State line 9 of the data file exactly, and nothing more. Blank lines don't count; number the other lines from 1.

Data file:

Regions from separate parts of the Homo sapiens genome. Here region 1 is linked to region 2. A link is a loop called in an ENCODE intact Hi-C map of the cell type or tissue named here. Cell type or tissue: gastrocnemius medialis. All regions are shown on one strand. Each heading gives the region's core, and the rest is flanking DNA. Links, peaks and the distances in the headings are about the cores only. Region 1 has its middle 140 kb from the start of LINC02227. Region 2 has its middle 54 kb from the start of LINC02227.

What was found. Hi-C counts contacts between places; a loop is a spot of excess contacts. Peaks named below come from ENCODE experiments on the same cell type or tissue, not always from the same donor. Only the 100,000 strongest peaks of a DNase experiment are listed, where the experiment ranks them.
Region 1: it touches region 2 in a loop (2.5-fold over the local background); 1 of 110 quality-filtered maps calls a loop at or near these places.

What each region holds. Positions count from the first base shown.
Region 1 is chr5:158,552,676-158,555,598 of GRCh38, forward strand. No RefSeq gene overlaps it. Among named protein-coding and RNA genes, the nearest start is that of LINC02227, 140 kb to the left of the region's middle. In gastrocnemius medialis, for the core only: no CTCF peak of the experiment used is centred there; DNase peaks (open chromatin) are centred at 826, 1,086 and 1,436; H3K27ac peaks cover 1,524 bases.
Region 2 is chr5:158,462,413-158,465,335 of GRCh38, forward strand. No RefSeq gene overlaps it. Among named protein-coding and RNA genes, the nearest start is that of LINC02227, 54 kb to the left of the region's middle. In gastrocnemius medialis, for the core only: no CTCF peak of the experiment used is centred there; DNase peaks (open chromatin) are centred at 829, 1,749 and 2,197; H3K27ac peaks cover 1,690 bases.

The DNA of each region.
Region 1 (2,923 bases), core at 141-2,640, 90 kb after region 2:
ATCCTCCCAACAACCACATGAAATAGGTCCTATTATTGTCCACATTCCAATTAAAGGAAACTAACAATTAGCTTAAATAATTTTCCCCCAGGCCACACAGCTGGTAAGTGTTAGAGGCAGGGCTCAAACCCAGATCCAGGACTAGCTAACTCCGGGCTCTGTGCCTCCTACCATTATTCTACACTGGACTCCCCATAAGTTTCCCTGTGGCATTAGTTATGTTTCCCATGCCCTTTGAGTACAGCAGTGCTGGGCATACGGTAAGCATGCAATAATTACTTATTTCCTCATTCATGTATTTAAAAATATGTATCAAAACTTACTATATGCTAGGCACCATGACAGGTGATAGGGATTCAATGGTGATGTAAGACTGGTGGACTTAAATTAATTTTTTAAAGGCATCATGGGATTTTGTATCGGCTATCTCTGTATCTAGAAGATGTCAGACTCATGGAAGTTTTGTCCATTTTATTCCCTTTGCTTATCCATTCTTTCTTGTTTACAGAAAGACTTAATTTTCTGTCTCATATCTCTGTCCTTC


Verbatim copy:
ATCCTCCCAACAACCACATGAAATAGGTCCTATTATTGTCCACATTCCAATTAAAGGAAACTAACAATTAGCTTAAATAATTTTCCCCCAGGCCACACAGCTGGTAAGTGTTAGAGGCAGGGCTCAAACCCAGATCCAGGACTAGCTAACTCCGGGCTCTGTGCCTCCTACCATTATTCTACACTGGACTCCCCATAAGTTTCCCTGTGGCATTAGTTATGTTTCCCATGCCCTTTGAGTACAGCAGTGCTGGGCATACGGTAAGCATGCAATAATTACTTATTTCCTCATTCATGTATTTAAAAATATGTATCAAAACTTACTATATGCTAGGCACCATGACAGGTGATAGGGATTCAATGGTGATGTAAGACTGGTGGACTTAAATTAATTTTTTAAAGGCATCATGGGATTTTGTATCGGCTATCTCTGTATCTAGAAGATGTCAGACTCATGGAAGTTTTGTCCATTTTATTCCCTTTGCTTATCCATTCTTTCTTGTTTACAGAAAGACTTAATTTTCTGTCTCATATCTCTGTCCTTC